Ha et al. (2017) developed a DA system for the Model for Prediction Across Scales – Atmosphere (MPASA) (Skamarock et al., 2012) based upon DART (i.e., MPASDART). MPASDART can only perform ensemble analysis with the ensemble Kalman filter and variants and lacks variational DA capability for deterministic analysis, which must be addressed, especially given the pervasive use of variational DA systems at operational centers. We also think that it is beneficial to implement different DA schemes for both deterministic and ensemble analyses to meet a variety of needs for research and operational applications using MPAS DA. JEDI provides such a software framework with various DA algorithms and standardizes to some extent the model interfaces to different components of JEDI. Therefore, we decided to develop a new DA system for MPASA based upon the JEDI framework at a similar time in 2018. In the past more than 3 years, we have developed the JEDIMPAS DA system, which consists of MPAS interfaces to JEDI (https://github.com/JCSDA/mpasjedi, last access: 21 October 2022) and the four modelagnostic JEDI components. The firstrelease JEDIMPAS 1.0.0 was made publicly available in September 2021. JEDIMPAS capabilities include threedimensional variational (3DVar) and ensemble–variational (EnVar) schemes for deterministic analyses, the ensemble of DA (EDA) technique to produce ensembles of analyses, and dual resolution, where the analysis increment and the input forecast ensemble are at a lower resolution than that of the background and analysis, thus decreasing computational requirements. Moreover, JEDIMPAS operates directly on the native MPAS unstructured mesh and can be applied without code modifications to all MPAS meshes, whether uniform, variable resolution, global, or regional. On the observation side, one advanced feature in JEDIMPAS is the full allsky approach for satellite radiance DA with the introduction of hydrometeor analysis variables.
This article describes MPASspecific aspects of JEDIMPAS, emphasizing its implementation of EnVar, and documents JEDIMPAS performance in global cycling experiments. The implementation and evaluation of JEDIMPAS's EDA and 3DVar algorithms will be presented in separate articles. The next section provides a brief introduction to MPASA and modifications made for JEDIMPAS. Section 3 describes the formulation and implementation of JEDIMPAS's EnVar, followed by the experimental design in Sect. 4. The results of global cycling experiments are presented in Sect. 5, and the paper is concluded with Sect. 6.
MPASA is a nonhydrostatic model discretized horizontally on an unstructured centroidal Voronoi mesh with Cgrid staggering of state variables (Skamarock et al., 2012). It is runtime configurable to use either quasiuniform or variableresolution meshes and for either global or regional applications (Skamarock et al., 2018). MPASA adopts a heightbased terrainfollowing vertical coordinate ζ following Klemp (2011), in which the coordinate surfaces are progressively smoothed to remove smallerscale terrain structure.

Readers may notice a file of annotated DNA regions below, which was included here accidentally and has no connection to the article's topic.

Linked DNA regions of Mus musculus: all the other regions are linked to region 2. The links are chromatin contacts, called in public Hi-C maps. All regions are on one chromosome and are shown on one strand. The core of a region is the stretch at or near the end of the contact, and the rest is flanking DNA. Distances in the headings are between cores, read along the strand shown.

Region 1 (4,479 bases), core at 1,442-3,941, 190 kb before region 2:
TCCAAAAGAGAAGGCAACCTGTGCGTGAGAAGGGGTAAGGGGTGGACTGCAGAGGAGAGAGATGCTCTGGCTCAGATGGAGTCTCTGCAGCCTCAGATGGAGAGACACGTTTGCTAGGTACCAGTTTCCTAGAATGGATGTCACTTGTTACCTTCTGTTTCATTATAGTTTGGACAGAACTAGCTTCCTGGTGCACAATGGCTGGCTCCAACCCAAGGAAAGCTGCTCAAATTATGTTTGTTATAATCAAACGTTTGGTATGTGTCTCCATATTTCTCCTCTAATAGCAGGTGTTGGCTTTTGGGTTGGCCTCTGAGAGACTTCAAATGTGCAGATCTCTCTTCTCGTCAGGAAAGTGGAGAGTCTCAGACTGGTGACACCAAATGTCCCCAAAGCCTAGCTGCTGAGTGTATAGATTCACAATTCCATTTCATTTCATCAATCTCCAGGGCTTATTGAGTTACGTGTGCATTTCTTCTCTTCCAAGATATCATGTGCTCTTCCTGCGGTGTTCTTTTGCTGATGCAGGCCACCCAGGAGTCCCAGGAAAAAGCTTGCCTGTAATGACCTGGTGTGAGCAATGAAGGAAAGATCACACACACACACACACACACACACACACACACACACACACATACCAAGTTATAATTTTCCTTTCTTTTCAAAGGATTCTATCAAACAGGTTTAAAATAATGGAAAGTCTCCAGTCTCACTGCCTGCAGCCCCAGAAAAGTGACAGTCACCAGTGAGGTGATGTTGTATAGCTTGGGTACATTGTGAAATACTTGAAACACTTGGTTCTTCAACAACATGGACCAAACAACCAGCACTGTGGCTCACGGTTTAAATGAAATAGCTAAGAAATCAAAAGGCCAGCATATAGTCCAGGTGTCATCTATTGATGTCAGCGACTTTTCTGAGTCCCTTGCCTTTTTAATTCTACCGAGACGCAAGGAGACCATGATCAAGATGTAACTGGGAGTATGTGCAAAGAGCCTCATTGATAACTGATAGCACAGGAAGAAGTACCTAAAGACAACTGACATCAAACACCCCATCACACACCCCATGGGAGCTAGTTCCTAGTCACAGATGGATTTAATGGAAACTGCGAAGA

MPASA's prognostic equations employ flux variables that are coupled with density; that is, the prognostic variables in the discretized equations are
where ρ_{d} is the density of dry air, ${\stackrel{\mathrm{\u0303}}{\mathit{\rho}}}_{\mathrm{d}}={\mathit{\rho}}_{\mathrm{d}}(\partial \mathit{\zeta}/\partial z{)}^{\mathrm{1}}$, u is the normal component of horizontal velocity at cell edges, w is the vertical velocity at cell centers, q_{j} represents the mixing ratio of the respective water species (water vapor, cloud liquid water, cloud ice, rain, snow, graupel, hail) denoted by (${q}_{\mathrm{v}},{q}_{\mathrm{c}},{q}_{\mathrm{i}},{q}_{\mathrm{r}},{q}_{\mathrm{s}},{q}_{\mathrm{g}},{q}_{\mathrm{h}})$, and ${\mathit{\theta}}_{\mathrm{m}}={\mathit{\theta}}_{\mathrm{d}}[\mathrm{1}+({R}_{\mathrm{v}}/{R}_{\mathrm{d}}\left){q}_{\mathrm{v}}\right]$ is a modified moist potential temperature, with θ_{d} the dry potential temperature and R_{d} and R_{v} the gas constants for dry air and water vapor, respectively. The continuous prognostic equation set can symbolically be expressed as
where pressure p is obtained diagnostically from the equation of state, and ${\mathit{\rho}}_{\mathrm{m}}={\mathit{\rho}}_{\mathrm{d}}(\mathrm{1}+{q}_{\mathrm{v}}+{q}_{\mathrm{c}}+{q}_{\mathrm{i}}+{q}_{\mathrm{r}}+{q}_{\mathrm{s}}+{q}_{\mathrm{g}}+{q}_{\mathrm{h}})$ is the density of moist air.
The fully compressible nonhydrostatic equations are solved using the timesplit integration technique described by Klemp et al. (2007). To reduce the truncation error associated with the horizontal pressure gradient terms and the roundoff error associated with the righthandside terms in the vertical momentum equation, the governing equations are rewritten in terms of perturbation thermodynamic variables $({\mathit{\rho}}_{\mathrm{d}}^{\prime},\phantom{\rule{0.125em}{0ex}}\phantom{\rule{0.125em}{0ex}}{\mathrm{\Theta}}_{\mathrm{m}}^{\prime},\phantom{\rule{0.125em}{0ex}}{p}^{\prime})$ relative to a hydrostatically balanced reference state that is only a function of the geometric height z.